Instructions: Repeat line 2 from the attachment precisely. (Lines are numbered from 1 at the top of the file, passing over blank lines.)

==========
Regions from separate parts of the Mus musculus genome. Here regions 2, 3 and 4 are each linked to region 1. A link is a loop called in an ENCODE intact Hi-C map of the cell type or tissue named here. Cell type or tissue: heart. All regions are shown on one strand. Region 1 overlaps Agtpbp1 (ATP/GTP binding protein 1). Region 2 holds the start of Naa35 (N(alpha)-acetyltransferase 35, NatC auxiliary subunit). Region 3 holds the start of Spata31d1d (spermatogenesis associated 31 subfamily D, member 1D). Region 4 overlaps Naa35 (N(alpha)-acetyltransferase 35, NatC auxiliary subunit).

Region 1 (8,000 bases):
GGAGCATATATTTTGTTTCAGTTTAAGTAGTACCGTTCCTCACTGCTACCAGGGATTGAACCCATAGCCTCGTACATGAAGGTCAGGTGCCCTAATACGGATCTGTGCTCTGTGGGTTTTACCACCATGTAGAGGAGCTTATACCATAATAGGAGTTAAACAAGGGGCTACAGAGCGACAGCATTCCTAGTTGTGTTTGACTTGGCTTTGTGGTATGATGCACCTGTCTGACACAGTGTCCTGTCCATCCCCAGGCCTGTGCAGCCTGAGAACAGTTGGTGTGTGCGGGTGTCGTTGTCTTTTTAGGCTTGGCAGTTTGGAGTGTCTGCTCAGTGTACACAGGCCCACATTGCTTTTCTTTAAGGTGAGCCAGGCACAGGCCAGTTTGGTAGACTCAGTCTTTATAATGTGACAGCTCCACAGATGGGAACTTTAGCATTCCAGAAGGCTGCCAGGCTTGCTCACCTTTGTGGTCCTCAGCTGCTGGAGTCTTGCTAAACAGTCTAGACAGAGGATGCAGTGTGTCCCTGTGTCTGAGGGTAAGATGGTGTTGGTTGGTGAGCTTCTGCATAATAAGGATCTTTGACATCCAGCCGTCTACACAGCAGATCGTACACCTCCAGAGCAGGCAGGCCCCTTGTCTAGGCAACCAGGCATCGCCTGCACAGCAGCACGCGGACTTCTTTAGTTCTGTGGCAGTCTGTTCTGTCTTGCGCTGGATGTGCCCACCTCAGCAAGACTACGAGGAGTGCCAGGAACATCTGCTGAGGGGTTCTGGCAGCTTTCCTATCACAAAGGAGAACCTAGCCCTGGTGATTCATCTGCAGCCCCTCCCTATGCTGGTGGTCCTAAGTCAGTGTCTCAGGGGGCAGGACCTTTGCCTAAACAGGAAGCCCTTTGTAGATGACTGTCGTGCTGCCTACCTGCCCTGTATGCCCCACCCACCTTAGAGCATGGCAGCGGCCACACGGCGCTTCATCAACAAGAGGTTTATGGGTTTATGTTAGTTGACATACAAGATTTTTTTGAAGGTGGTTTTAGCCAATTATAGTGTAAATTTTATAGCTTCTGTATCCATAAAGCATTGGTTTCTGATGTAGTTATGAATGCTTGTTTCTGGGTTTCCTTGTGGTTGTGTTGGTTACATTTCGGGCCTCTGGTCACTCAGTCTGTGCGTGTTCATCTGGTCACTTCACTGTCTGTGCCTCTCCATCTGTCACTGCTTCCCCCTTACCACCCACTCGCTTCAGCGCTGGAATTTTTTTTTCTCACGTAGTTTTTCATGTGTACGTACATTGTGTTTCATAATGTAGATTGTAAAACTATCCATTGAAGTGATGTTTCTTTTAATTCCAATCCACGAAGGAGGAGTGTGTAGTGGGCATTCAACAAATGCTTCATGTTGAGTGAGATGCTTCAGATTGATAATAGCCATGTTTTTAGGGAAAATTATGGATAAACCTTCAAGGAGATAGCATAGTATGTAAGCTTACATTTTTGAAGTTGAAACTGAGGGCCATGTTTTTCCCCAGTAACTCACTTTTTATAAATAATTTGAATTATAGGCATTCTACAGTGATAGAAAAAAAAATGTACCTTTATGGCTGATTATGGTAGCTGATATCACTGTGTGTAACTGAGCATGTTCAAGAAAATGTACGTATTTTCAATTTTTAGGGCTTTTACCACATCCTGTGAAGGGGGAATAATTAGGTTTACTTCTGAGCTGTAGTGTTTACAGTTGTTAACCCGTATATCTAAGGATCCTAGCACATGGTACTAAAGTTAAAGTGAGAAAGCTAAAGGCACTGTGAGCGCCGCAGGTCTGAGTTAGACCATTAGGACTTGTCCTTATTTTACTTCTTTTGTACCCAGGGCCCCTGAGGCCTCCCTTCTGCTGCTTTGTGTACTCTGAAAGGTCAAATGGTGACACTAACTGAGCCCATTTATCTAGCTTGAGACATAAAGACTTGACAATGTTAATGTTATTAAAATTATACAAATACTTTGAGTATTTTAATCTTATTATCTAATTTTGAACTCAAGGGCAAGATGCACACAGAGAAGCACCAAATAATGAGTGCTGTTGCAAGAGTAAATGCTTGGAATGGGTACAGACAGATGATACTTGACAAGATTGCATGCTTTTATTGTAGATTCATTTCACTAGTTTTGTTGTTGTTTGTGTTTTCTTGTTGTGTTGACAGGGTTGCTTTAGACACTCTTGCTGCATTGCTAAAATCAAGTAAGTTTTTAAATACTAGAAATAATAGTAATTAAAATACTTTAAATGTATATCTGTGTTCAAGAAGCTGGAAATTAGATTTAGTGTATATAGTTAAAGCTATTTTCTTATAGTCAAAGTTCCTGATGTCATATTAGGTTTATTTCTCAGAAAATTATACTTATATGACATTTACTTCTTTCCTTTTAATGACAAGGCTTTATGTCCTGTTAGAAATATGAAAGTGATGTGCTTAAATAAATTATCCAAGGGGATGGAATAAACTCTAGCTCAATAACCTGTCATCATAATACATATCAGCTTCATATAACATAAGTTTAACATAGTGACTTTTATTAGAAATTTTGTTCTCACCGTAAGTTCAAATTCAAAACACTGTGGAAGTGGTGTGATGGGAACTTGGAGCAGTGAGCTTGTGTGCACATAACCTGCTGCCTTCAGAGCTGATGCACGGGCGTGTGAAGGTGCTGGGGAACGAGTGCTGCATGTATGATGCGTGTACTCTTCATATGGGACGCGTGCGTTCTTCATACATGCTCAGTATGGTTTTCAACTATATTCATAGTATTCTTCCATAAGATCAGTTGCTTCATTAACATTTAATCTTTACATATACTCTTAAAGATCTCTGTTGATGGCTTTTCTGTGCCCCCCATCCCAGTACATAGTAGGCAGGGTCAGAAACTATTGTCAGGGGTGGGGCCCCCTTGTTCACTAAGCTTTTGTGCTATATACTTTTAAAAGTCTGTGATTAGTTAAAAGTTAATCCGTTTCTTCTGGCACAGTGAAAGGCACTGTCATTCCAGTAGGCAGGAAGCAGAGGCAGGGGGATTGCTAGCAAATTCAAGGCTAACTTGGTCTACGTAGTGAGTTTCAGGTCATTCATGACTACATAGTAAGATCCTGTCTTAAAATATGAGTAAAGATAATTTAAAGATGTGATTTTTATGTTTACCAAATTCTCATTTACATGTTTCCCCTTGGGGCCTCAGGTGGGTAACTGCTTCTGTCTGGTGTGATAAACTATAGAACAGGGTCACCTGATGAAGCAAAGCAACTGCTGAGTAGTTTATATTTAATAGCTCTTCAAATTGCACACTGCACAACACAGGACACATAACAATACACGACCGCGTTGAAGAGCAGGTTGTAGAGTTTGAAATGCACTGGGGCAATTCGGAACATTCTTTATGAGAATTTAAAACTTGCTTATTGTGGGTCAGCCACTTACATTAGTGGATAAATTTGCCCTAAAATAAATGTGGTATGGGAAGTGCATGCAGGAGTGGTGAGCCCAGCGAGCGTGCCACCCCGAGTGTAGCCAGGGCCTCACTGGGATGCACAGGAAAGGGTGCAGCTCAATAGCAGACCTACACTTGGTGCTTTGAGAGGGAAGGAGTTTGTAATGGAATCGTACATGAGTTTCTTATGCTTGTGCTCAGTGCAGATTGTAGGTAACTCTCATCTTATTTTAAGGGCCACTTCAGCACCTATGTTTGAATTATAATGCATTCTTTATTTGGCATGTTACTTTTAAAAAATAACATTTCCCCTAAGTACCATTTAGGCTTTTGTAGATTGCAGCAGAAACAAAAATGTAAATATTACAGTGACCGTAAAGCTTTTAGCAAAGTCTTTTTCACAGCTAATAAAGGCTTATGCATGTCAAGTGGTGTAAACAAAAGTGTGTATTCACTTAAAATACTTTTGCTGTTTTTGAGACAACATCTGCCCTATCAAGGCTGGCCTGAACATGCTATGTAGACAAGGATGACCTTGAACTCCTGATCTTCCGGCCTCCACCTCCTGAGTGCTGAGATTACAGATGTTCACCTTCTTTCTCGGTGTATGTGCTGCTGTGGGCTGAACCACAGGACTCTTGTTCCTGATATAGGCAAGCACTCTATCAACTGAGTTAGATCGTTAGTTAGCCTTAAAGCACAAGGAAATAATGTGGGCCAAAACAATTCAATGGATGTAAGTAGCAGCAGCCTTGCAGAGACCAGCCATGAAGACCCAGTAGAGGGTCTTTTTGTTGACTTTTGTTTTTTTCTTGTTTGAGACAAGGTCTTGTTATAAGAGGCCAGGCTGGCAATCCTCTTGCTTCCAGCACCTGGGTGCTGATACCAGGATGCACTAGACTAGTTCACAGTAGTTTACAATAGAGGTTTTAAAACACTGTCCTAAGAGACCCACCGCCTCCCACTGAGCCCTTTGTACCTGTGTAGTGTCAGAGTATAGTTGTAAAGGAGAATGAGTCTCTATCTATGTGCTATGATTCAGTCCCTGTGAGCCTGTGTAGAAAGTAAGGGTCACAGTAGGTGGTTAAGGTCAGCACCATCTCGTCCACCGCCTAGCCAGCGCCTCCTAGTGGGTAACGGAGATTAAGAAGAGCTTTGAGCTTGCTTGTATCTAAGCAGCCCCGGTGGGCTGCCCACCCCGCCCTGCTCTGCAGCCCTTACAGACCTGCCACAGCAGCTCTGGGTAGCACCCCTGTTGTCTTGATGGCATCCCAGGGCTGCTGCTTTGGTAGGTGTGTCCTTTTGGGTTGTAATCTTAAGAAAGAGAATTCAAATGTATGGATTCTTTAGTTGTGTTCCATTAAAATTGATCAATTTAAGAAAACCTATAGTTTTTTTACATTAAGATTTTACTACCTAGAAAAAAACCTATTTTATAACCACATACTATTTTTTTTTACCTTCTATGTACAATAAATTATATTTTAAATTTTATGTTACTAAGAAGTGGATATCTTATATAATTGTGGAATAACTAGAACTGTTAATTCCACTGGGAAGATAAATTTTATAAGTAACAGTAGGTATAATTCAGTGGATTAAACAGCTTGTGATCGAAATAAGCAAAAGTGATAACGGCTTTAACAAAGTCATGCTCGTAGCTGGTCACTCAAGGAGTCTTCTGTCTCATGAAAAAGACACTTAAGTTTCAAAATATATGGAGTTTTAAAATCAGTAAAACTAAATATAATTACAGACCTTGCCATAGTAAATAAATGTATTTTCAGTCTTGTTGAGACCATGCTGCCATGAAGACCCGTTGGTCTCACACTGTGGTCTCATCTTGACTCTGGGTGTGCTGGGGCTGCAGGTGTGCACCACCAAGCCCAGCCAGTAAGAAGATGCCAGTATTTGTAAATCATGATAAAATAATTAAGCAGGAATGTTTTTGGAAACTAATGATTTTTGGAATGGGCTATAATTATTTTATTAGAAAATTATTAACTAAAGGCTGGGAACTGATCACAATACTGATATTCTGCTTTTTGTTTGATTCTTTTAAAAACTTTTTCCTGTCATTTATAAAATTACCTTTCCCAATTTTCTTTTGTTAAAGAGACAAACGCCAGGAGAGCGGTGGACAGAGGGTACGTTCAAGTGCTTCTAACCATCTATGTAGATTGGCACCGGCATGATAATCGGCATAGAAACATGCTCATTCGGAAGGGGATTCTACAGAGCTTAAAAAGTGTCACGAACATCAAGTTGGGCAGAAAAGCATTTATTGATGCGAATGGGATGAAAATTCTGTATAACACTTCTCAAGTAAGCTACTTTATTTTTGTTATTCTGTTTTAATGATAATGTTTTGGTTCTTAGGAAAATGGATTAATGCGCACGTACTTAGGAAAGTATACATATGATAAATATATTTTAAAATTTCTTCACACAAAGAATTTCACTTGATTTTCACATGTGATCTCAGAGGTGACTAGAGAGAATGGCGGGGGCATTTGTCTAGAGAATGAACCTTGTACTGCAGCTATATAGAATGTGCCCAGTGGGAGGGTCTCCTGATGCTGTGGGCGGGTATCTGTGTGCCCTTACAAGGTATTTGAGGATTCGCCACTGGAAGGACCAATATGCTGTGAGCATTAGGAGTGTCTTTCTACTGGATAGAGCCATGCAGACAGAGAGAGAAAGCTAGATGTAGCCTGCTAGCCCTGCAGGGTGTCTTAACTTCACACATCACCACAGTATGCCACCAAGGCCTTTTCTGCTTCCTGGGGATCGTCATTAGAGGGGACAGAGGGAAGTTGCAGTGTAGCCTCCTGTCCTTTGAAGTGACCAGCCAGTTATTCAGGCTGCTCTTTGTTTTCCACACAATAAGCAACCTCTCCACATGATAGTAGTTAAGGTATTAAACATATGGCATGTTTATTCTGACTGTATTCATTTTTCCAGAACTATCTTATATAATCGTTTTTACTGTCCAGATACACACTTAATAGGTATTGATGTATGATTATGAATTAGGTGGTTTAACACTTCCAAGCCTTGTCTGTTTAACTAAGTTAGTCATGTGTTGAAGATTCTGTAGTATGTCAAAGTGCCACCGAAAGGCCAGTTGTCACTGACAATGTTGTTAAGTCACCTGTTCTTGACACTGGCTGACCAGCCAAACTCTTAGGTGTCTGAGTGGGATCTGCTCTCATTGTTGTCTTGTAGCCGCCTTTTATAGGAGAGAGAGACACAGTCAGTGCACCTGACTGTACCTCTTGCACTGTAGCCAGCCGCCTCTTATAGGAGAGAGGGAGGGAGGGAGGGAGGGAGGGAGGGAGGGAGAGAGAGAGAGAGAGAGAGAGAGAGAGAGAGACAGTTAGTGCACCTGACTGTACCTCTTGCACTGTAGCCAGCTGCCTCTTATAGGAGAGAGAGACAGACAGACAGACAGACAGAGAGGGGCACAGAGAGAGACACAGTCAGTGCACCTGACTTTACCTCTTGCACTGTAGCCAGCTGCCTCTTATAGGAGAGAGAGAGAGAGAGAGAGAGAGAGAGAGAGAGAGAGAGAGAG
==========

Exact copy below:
Region 1 (8,000 bases):